It was a fairly simple Facebook status update: “Feeling GOOD. Isn’t that the crux of it all?” It’s the kind of social media status one could easily overlook, but it leaped off the screen and straight to my heart. That’s because I knew exactly what she meant. I felt her exuberance in my bones. It’s not just that she was feeling good, but that she had a heightened awareness of what it means to feel good. It was a statement of appreciation for the simple joy of feeling healthy, or at least healthier than she had in awhile.
There are degrees of feeling good, especially if you have a chronic health condition or serious illness. You can have a few aches and pains and still feel good. You can have a leg that doesn’t work and still feel good. Good enough to notice, feel grateful, and proclaim it to the world.
Jen Gerics and I have something in common. We both have relapsing/remitting multiple sclerosis (MS). That means we have periods of disease activity followed by periods of remission. I’ve been relapse-free for almost four years now, but Jen recently had a major attack, which was finally waning, prompting her public declaration about feeling good.
In our reality, feeling good is a relative thing, but we’re mindful of the experience. We take pleasure in our physical actions. “Know why I’m skipping?” I called to my husband one day. “Because I can!”
The mind/body connection is a powerful thing. Just as our frame of mind can affect our health, so can our health affect our frame of mind. When you feel lousy, you can’t help but be aware of it, and most of us don’t hesitate to complain. On days when you feel healthy, you probably don’t give it as much thought, but you should. Jen puts it this way:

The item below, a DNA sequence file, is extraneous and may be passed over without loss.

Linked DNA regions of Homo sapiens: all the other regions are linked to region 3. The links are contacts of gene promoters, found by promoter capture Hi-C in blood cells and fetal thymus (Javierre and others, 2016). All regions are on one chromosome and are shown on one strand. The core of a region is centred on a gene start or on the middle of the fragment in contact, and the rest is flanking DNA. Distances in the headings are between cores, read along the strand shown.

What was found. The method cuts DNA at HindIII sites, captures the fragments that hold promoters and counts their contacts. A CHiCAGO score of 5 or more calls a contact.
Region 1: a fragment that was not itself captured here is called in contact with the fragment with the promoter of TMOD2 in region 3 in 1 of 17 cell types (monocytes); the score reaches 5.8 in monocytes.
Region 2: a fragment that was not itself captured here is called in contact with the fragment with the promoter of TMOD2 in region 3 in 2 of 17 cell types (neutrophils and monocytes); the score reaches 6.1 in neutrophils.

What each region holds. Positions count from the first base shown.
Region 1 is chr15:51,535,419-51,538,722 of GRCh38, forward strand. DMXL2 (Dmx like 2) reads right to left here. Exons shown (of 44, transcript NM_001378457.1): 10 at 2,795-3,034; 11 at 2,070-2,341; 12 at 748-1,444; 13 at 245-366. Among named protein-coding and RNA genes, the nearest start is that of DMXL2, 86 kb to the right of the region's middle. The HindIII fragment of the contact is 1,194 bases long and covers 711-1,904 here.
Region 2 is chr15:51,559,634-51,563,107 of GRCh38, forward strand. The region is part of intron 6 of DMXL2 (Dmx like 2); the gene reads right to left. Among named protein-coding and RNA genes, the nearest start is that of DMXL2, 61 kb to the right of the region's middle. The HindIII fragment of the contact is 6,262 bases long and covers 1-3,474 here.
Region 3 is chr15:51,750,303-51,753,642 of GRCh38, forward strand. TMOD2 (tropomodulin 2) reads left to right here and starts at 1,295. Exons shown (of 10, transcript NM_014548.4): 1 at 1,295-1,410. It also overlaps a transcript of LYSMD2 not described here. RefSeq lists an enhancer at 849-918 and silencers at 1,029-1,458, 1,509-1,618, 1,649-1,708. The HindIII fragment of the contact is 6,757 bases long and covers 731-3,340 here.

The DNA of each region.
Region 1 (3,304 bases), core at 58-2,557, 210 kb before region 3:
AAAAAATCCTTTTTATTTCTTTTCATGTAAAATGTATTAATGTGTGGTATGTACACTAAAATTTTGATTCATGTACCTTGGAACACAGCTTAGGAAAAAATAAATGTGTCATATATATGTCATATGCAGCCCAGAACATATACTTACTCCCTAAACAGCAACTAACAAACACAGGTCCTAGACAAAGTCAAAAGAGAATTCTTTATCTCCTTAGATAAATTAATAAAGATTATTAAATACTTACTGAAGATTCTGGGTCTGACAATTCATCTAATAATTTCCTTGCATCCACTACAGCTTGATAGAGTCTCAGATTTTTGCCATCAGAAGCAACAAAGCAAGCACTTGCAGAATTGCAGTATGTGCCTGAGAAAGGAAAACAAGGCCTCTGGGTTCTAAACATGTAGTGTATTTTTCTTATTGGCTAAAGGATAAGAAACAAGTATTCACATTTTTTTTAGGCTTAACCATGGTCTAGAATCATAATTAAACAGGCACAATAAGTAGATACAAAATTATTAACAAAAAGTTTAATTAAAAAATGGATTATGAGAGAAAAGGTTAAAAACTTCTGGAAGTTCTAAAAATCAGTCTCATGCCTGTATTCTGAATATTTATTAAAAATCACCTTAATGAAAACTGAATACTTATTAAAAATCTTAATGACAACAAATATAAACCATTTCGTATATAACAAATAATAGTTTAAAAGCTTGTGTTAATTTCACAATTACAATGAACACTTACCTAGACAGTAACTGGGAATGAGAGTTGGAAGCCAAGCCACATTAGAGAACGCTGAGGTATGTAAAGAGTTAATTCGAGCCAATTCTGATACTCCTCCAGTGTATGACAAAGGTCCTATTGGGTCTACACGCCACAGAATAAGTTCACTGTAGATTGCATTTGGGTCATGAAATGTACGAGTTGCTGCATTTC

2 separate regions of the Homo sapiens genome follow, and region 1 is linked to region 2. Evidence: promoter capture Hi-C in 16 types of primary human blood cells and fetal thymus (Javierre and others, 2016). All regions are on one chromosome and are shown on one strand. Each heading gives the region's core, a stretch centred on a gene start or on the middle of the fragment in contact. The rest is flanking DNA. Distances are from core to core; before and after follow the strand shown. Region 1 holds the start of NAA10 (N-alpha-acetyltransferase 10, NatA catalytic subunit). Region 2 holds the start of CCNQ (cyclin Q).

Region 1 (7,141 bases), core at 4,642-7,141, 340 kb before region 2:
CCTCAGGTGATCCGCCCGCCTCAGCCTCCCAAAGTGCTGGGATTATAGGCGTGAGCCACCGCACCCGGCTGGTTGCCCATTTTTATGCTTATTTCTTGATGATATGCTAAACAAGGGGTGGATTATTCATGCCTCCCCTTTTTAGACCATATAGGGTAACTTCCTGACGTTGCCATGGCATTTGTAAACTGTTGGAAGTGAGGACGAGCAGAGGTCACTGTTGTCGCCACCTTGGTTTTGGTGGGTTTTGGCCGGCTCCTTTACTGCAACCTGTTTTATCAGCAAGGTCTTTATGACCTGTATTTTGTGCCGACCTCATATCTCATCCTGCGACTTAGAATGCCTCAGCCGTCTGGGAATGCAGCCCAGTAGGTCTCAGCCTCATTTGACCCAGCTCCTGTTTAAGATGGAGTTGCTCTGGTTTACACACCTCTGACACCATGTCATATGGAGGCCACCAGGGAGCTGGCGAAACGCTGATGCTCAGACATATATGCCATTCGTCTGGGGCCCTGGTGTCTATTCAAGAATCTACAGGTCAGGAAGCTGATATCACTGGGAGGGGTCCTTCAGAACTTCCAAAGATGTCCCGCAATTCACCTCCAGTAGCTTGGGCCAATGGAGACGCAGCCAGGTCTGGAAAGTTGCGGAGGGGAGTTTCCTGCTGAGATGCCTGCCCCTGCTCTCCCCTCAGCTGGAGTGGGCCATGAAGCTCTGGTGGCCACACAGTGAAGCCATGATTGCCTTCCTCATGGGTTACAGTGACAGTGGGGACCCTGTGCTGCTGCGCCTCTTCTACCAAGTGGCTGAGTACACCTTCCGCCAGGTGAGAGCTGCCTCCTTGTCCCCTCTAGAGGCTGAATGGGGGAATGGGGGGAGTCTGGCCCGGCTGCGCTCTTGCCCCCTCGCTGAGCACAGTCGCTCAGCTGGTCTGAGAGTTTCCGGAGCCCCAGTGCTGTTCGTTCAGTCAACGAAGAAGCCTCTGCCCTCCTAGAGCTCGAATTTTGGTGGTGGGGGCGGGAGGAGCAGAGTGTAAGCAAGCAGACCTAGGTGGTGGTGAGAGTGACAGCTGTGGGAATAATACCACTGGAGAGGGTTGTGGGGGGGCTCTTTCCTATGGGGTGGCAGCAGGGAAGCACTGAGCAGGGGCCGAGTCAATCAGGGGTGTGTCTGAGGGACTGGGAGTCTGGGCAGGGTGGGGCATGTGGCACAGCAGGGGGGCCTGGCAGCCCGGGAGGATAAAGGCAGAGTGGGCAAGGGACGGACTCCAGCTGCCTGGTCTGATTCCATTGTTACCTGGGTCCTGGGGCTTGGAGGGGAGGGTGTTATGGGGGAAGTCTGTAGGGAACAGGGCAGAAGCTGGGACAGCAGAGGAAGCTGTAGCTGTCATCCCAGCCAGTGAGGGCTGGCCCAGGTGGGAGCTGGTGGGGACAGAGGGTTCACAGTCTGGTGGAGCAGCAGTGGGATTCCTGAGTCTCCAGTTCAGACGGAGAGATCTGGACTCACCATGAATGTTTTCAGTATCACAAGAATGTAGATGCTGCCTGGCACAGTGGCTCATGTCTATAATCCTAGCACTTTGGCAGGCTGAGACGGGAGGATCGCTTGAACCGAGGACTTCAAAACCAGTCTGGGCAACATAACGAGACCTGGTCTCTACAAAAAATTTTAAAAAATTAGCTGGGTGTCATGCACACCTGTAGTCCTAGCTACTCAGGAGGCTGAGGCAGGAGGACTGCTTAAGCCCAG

“I just said it because I am feeling physically well again and that leads to feeling mentally well, too (for me). And it’s the core of all wellbeing, I think. It starts with feeling able to take on the day.”
When you get up tomorrow morning, consider how you feel. Despite any physical complaints you may have, are you feeling able to take on the day? If so, that’s a noteworthy thing. Say it out loud. Let the feeling sink in to your very core. Be mindful of your good health and ability to take on the day.
Most days, I feel good. And like Jen, I’m darned grateful. How about you?
Looking Good: Invisible Symptoms of MS (video)
Benefits of Green Exercise
The Big Impact of Small Acts of Kindness
No More Secs! Living, Laughing & Loving Despite Multiple Sclerosis (book)
Photo: fatchoi-photographer | iStock Collection | Thinkstock